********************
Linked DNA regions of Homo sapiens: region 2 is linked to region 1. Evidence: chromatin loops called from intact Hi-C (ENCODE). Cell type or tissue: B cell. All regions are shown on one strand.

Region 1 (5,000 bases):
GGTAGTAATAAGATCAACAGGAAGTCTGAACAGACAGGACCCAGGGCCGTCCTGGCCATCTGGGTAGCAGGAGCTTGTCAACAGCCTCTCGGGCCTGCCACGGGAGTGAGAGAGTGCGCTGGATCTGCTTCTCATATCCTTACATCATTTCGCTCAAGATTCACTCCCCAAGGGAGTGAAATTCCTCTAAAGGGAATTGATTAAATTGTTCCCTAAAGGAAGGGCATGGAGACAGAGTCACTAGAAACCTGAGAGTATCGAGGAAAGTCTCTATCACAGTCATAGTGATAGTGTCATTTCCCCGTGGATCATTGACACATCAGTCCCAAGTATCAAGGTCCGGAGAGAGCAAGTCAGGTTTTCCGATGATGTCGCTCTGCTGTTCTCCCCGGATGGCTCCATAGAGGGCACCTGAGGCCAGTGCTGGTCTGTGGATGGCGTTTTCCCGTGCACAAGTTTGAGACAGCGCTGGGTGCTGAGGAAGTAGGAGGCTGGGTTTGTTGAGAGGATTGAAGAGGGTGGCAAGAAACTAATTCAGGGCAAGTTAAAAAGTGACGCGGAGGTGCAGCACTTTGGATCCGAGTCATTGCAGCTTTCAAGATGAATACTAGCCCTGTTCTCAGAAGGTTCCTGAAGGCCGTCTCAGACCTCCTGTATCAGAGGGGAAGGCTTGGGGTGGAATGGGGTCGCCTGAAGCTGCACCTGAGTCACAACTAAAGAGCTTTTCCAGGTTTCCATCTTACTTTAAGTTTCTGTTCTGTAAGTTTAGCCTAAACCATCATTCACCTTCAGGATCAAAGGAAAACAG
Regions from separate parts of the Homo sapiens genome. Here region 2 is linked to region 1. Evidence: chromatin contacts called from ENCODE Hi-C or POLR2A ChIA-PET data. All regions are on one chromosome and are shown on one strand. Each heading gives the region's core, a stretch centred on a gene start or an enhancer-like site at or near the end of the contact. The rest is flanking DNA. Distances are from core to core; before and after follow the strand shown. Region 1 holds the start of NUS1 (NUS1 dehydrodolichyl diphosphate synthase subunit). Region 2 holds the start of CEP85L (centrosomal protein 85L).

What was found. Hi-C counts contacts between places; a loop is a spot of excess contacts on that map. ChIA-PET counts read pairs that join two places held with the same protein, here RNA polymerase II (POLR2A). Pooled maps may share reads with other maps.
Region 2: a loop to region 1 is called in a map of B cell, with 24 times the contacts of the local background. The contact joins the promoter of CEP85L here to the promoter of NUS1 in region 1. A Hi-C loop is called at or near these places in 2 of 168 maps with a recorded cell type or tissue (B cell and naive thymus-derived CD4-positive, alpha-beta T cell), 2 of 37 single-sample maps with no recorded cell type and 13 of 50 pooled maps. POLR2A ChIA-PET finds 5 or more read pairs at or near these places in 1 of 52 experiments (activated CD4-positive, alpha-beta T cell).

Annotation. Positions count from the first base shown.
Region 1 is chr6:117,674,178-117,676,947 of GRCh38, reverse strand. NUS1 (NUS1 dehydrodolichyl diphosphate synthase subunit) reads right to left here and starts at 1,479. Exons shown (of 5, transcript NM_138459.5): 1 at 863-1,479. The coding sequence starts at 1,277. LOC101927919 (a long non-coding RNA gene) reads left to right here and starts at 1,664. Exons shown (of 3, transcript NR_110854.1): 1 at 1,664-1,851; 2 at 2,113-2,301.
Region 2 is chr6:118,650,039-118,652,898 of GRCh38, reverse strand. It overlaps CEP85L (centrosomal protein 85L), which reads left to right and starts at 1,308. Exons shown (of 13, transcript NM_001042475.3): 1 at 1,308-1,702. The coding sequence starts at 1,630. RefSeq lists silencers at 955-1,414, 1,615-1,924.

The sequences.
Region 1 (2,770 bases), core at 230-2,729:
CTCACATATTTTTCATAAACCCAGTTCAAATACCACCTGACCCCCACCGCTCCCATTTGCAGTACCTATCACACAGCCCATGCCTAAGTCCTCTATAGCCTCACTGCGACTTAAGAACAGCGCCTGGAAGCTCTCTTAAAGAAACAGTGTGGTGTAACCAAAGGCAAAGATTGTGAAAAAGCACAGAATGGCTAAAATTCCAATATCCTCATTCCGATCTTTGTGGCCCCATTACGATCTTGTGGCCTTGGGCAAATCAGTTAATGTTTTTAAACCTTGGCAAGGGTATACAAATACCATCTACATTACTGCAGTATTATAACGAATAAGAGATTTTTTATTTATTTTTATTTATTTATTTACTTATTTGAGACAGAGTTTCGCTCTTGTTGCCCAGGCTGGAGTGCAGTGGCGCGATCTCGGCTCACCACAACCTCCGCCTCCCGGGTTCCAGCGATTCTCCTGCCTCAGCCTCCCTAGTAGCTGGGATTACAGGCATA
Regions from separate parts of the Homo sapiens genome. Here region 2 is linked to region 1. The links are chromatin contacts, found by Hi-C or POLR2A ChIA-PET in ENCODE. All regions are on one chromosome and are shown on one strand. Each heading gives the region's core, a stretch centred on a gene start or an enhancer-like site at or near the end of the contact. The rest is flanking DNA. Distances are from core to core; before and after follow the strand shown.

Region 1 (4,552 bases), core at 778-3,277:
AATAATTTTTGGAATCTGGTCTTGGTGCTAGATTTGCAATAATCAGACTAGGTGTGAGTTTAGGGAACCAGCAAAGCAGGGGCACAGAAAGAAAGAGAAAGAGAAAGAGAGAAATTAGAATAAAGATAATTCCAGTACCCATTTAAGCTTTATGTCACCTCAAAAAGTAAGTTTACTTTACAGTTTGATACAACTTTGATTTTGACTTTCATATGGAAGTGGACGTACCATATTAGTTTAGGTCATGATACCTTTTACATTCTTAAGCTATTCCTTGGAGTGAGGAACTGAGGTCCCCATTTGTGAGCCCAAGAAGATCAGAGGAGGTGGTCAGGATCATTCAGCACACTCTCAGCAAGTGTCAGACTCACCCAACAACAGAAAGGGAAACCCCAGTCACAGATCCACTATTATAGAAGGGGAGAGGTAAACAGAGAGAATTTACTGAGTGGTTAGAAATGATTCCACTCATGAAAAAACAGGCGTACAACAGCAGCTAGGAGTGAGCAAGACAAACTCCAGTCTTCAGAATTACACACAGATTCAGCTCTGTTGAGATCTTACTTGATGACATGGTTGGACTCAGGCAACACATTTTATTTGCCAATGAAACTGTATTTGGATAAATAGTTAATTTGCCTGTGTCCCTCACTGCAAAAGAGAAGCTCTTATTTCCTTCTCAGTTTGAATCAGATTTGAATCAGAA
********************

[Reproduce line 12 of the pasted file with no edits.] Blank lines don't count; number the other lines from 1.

CTCACATATTTTTCATAAACCCAGTTCAAATACCACCTGACCCCCACCGCTCCCATTTGCAGTACCTATCACACAGCCCATGCCTAAGTCCTCTATAGCCTCACTGCGACTTAAGAACAGCGCCTGGAAGCTCTCTTAAAGAAACAGTGTGGTGTAACCAAAGGCAAAGATTGTGAAAAAGCACAGAATGGCTAAAATTCCAATATCCTCATTCCGATCTTTGTGGCCCCATTACGATCTTGTGGCCTTGGGCAAATCAGTTAATGTTTTTAAACCTTGGCAAGGGTATACAAATACCATCTACATTACTGCAGTATTATAACGAATAAGAGATTTTTTATTTATTTTTATTTATTTATTTACTTATTTGAGACAGAGTTTCGCTCTTGTTGCCCAGGCTGGAGTGCAGTGGCGCGATCTCGGCTCACCACAACCTCCGCCTCCCGGGTTCCAGCGATTCTCCTGCCTCAGCCTCCCTAGTAGCTGGGATTACAGGCATA